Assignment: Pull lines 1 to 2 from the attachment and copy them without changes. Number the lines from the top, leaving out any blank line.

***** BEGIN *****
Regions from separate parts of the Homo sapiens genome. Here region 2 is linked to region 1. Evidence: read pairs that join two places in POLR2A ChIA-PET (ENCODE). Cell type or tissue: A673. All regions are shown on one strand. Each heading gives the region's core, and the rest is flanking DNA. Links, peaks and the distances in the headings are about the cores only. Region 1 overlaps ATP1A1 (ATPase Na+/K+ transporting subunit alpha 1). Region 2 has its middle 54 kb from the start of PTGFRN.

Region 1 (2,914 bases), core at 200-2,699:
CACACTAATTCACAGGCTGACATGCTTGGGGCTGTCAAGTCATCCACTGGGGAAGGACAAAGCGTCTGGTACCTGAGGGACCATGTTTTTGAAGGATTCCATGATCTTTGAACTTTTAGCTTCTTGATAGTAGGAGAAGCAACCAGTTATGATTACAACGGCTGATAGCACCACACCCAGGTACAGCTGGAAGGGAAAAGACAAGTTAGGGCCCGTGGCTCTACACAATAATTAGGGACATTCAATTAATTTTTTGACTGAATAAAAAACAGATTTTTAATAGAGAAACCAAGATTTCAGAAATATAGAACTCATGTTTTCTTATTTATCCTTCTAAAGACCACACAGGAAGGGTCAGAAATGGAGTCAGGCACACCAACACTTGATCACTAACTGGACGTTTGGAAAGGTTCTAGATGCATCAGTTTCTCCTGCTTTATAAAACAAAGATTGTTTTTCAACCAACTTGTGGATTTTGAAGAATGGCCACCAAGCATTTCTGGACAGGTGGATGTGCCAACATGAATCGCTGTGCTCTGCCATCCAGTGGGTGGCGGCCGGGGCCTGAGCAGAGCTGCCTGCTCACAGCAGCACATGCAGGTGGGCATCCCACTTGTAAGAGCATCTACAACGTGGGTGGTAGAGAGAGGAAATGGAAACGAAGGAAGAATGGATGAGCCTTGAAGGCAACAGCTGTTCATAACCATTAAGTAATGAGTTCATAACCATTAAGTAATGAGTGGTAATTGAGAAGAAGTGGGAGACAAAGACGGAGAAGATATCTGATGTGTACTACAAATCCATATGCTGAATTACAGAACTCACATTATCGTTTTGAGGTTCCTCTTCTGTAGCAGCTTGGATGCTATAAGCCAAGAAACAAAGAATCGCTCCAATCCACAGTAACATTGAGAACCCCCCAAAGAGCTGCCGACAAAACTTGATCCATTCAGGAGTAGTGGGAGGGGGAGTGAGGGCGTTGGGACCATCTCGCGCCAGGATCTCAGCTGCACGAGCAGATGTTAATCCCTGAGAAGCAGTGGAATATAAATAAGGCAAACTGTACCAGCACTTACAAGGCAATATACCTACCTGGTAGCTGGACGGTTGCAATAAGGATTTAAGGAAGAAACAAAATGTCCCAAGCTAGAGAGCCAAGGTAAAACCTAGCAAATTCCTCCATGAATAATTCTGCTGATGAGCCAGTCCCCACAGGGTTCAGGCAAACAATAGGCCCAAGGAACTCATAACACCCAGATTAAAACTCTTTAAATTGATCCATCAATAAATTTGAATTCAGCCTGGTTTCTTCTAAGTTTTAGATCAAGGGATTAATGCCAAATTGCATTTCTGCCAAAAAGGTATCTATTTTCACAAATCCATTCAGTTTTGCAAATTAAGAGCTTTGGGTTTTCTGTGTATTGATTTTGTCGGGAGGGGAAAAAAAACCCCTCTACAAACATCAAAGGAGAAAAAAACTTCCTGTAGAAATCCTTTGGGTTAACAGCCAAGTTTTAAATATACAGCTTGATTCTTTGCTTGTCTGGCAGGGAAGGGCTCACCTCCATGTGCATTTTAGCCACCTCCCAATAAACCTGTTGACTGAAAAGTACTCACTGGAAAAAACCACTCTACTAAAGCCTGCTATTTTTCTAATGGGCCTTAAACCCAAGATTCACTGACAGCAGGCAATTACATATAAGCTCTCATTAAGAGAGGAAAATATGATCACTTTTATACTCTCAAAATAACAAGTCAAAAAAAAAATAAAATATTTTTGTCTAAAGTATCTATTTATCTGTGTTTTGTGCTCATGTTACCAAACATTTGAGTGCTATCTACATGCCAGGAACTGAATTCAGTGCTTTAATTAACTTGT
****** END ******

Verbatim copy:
Regions from separate parts of the Homo sapiens genome. Here region 2 is linked to region 1. Evidence: read pairs that join two places in POLR2A ChIA-PET (ENCODE). Cell type or tissue: A673. All regions are shown on one strand. Each heading gives the region's core, and the rest is flanking DNA. Links, peaks and the distances in the headings are about the cores only. Region 1 overlaps ATP1A1 (ATPase Na+/K+ transporting subunit alpha 1). Region 2 has its middle 54 kb from the start of PTGFRN.

Region 1 (2,914 bases), core at 200-2,699: